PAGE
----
2007 ORS § 161.025¹
- • principles of construction
(1) The general purposes of chapter 743, Oregon Laws 1971, are:
(a) To insure the public safety by preventing the commission of offenses through the deterrent influence of the sentences authorized, the correction and rehabilitation of those convicted, and their confinement when required in the interests of public protection.
(b) To forbid and prevent conduct that unjustifiably and inexcusably inflicts or threatens substantial harm to individual or public interests.
(c) To give fair warning of the nature of the conduct declared to constitute an offense and of the sentences authorized upon conviction.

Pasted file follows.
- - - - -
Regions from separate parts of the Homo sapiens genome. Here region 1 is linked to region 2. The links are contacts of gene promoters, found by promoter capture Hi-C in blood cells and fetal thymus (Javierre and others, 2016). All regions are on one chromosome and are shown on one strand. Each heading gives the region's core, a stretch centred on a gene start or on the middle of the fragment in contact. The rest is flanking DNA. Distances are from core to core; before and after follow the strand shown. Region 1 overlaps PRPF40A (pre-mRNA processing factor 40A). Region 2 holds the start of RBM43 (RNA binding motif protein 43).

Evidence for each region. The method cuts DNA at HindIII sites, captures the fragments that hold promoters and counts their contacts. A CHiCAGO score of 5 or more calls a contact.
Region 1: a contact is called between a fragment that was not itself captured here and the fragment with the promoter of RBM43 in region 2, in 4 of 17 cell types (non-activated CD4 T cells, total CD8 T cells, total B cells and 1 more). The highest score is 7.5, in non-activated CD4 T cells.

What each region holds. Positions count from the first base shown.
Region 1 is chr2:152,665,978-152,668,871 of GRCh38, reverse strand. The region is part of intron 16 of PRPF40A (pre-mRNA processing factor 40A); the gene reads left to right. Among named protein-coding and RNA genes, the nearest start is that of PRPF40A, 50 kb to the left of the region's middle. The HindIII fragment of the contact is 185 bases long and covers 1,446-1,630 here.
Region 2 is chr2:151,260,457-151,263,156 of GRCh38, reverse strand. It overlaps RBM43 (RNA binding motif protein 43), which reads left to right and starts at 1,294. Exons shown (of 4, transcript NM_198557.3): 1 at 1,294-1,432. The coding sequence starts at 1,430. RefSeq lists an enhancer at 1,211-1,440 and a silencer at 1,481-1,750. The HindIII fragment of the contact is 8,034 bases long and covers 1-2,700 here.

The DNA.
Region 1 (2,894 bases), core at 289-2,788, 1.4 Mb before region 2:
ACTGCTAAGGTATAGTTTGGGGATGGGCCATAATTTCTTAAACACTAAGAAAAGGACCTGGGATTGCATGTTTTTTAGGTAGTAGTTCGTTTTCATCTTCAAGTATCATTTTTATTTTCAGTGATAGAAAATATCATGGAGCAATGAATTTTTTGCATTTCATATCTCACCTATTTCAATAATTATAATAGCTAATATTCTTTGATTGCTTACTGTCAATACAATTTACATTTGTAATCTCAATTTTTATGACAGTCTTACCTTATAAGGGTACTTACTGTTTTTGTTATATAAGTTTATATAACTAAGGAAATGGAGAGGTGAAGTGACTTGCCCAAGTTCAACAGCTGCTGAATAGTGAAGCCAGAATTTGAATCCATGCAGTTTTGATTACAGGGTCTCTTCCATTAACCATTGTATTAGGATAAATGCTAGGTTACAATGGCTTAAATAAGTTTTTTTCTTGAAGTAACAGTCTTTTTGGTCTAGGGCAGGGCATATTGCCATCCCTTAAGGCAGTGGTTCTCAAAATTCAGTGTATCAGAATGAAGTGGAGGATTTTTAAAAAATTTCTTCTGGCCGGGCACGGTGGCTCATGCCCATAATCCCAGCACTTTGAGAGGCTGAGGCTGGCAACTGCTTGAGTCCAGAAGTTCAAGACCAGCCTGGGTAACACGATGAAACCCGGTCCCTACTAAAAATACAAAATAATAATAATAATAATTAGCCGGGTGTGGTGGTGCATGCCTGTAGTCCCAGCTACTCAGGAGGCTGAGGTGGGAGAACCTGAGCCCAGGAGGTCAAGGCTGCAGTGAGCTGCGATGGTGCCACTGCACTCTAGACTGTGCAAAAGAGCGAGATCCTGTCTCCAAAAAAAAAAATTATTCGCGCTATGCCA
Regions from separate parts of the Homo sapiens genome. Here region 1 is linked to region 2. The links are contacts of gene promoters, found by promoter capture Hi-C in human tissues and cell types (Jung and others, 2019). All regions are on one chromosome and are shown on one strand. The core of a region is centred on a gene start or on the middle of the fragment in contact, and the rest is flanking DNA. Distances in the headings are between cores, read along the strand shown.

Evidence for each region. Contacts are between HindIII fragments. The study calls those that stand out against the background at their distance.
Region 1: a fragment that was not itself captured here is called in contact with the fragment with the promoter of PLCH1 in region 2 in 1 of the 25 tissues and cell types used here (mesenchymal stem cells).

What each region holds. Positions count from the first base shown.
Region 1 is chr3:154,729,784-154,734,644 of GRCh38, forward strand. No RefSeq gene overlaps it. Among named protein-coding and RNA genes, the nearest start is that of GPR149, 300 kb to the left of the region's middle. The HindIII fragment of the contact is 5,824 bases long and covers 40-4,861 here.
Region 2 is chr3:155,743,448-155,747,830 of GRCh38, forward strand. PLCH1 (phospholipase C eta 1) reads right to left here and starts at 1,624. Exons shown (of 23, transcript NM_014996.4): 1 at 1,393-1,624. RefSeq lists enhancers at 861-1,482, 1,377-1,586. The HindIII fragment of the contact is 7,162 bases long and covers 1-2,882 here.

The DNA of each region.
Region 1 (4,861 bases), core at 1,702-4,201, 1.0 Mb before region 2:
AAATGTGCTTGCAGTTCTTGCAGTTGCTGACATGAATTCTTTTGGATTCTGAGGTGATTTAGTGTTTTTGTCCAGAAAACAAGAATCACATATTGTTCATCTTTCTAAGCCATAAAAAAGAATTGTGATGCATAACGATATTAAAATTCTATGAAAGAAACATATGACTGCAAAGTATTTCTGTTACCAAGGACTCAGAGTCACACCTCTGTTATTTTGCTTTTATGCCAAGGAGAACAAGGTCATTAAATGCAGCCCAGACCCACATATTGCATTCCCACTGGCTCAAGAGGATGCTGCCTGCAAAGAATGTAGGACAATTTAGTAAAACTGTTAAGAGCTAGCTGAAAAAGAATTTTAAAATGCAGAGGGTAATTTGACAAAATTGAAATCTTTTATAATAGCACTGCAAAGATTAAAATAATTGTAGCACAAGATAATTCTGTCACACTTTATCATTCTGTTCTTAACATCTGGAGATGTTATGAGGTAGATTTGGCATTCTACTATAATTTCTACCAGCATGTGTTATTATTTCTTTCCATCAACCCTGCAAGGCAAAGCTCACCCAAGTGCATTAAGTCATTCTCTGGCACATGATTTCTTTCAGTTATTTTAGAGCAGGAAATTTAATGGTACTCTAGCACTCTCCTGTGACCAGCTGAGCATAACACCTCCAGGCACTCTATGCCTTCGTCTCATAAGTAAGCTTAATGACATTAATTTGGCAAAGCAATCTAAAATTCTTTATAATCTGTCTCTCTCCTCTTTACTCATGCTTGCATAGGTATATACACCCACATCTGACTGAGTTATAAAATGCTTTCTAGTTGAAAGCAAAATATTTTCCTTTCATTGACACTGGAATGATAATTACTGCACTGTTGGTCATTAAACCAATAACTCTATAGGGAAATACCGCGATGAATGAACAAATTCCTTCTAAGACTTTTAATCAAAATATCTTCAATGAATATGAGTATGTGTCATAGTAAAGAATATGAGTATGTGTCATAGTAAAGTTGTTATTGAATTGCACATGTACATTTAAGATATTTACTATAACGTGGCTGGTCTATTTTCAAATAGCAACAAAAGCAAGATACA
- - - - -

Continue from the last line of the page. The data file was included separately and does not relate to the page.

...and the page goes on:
(d) To define the act or omission and the accompanying mental state that constitute each offense and limit the condemnation of conduct as criminal when it is without fault.
(e) To differentiate on reasonable grounds between serious and minor offenses.
(f) To prescribe penalties which are proportionate to the seriousness of offenses and which permit recognition of differences in rehabilitation possibilities among individual offenders.
(g) To safeguard offenders against excessive, disproportionate or arbitrary punishment.
(2) The rule that a penal statute is to be strictly construed shall not apply to chapter 743, Oregon Laws 1971, or any of its provisions. Chapter 743, Oregon Laws 1971, shall be construed according to the fair import of its terms, to promote justice and to effect the purposes stated in subsection (1) of this section. [1971 c.743 §2]
Note: See note under 161.015 (General definitions).